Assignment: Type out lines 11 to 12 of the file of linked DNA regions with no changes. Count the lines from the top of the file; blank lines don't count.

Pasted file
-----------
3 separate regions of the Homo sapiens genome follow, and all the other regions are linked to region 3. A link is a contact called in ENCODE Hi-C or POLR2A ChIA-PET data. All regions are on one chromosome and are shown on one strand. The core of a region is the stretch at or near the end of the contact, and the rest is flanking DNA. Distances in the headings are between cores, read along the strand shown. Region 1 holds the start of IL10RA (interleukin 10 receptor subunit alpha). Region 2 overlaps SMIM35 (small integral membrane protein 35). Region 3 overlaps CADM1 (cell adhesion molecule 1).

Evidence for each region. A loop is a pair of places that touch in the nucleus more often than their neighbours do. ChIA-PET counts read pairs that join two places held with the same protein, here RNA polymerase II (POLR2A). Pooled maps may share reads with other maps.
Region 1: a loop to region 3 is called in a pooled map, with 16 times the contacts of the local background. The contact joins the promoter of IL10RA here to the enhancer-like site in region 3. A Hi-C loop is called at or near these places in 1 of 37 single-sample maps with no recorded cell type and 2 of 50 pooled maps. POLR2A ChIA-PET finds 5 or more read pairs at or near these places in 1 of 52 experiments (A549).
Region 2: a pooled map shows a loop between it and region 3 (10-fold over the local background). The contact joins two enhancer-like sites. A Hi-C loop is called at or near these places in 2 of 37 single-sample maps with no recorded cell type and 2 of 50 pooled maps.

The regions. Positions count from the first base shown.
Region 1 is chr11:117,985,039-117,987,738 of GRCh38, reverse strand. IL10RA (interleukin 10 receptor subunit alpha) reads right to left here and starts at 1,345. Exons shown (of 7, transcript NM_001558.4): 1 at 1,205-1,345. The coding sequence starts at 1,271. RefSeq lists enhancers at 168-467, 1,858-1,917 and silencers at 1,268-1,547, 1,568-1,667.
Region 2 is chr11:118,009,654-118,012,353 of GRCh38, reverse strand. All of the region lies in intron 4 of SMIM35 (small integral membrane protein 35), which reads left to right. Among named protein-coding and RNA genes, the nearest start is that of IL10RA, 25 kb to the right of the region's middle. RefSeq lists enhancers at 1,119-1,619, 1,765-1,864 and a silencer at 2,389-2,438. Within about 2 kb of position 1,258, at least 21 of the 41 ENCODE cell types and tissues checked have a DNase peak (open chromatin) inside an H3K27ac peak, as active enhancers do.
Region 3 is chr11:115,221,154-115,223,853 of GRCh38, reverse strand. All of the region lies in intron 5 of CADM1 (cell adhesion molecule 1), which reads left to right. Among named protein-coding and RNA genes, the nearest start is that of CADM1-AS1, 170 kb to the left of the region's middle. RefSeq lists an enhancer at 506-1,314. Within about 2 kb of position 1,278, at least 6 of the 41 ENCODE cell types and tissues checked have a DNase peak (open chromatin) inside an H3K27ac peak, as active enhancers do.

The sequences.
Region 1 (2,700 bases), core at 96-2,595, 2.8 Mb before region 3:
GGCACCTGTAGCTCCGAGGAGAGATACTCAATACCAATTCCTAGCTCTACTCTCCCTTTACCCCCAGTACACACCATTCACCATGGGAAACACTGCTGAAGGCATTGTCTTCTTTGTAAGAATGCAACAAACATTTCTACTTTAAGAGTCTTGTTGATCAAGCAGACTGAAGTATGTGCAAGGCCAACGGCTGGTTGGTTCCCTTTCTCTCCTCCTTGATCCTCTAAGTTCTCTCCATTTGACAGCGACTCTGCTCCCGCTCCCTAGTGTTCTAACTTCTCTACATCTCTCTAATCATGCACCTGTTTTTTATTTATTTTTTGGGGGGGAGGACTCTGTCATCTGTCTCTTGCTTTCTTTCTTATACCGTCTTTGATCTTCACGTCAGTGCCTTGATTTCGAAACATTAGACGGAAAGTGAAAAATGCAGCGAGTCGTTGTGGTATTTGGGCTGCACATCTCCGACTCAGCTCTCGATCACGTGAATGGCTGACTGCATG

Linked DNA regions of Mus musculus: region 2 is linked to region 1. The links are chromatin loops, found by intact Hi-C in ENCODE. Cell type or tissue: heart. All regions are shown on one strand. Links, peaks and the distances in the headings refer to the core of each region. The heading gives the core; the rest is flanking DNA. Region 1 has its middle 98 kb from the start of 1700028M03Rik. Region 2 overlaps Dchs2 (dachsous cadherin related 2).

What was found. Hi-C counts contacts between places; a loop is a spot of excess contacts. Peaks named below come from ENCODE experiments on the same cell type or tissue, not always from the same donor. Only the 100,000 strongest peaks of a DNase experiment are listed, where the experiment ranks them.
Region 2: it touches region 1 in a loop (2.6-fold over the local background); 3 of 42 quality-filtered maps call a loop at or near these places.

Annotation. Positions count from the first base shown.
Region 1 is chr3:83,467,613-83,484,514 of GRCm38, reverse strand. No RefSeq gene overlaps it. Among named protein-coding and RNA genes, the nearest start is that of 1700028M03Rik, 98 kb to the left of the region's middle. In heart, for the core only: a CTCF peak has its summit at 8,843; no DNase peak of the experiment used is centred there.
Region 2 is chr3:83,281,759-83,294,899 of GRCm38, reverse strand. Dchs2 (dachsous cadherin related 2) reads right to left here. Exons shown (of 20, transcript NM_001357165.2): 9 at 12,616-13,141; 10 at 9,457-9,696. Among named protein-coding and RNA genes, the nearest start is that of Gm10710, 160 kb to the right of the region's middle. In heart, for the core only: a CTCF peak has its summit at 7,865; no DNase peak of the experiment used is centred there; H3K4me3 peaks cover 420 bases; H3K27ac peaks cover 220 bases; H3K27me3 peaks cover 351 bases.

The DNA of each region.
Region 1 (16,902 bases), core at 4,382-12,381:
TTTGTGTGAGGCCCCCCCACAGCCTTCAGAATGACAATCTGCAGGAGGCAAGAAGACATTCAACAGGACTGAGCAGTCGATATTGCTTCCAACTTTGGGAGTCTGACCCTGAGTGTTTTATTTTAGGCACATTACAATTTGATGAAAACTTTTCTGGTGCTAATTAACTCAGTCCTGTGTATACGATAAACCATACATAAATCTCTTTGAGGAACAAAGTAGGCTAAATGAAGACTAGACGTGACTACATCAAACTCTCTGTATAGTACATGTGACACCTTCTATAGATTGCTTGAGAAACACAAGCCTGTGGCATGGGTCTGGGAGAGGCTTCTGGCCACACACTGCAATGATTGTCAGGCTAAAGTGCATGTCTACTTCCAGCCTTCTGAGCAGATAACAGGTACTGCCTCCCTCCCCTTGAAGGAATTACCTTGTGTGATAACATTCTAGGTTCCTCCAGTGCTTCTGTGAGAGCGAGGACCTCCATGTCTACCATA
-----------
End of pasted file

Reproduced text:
GGCACCTGTAGCTCCGAGGAGAGATACTCAATACCAATTCCTAGCTCTACTCTCCCTTTACCCCCAGTACACACCATTCACCATGGGAAACACTGCTGAAGGCATTGTCTTCTTTGTAAGAATGCAACAAACATTTCTACTTTAAGAGTCTTGTTGATCAAGCAGACTGAAGTATGTGCAAGGCCAACGGCTGGTTGGTTCCCTTTCTCTCCTCCTTGATCCTCTAAGTTCTCTCCATTTGACAGCGACTCTGCTCCCGCTCCCTAGTGTTCTAACTTCTCTACATCTCTCTAATCATGCACCTGTTTTTTATTTATTTTTTGGGGGGGAGGACTCTGTCATCTGTCTCTTGCTTTCTTTCTTATACCGTCTTTGATCTTCACGTCAGTGCCTTGATTTCGAAACATTAGACGGAAAGTGAAAAATGCAGCGAGTCGTTGTGGTATTTGGGCTGCACATCTCCGACTCAGCTCTCGATCACGTGAATGGCTGACTGCATG

Linked DNA regions of Mus musculus: region 2 is linked to region 1. The links are chromatin loops, found by intact Hi-C in ENCODE. Cell type or tissue: heart. All regions are shown on one strand. Links, peaks and the distances in the headings refer to the core of each region. The heading gives the core; the rest is flanking DNA. Region 1 has its middle 98 kb from the start of 1700028M03Rik. Region 2 overlaps Dchs2 (dachsous cadherin related 2).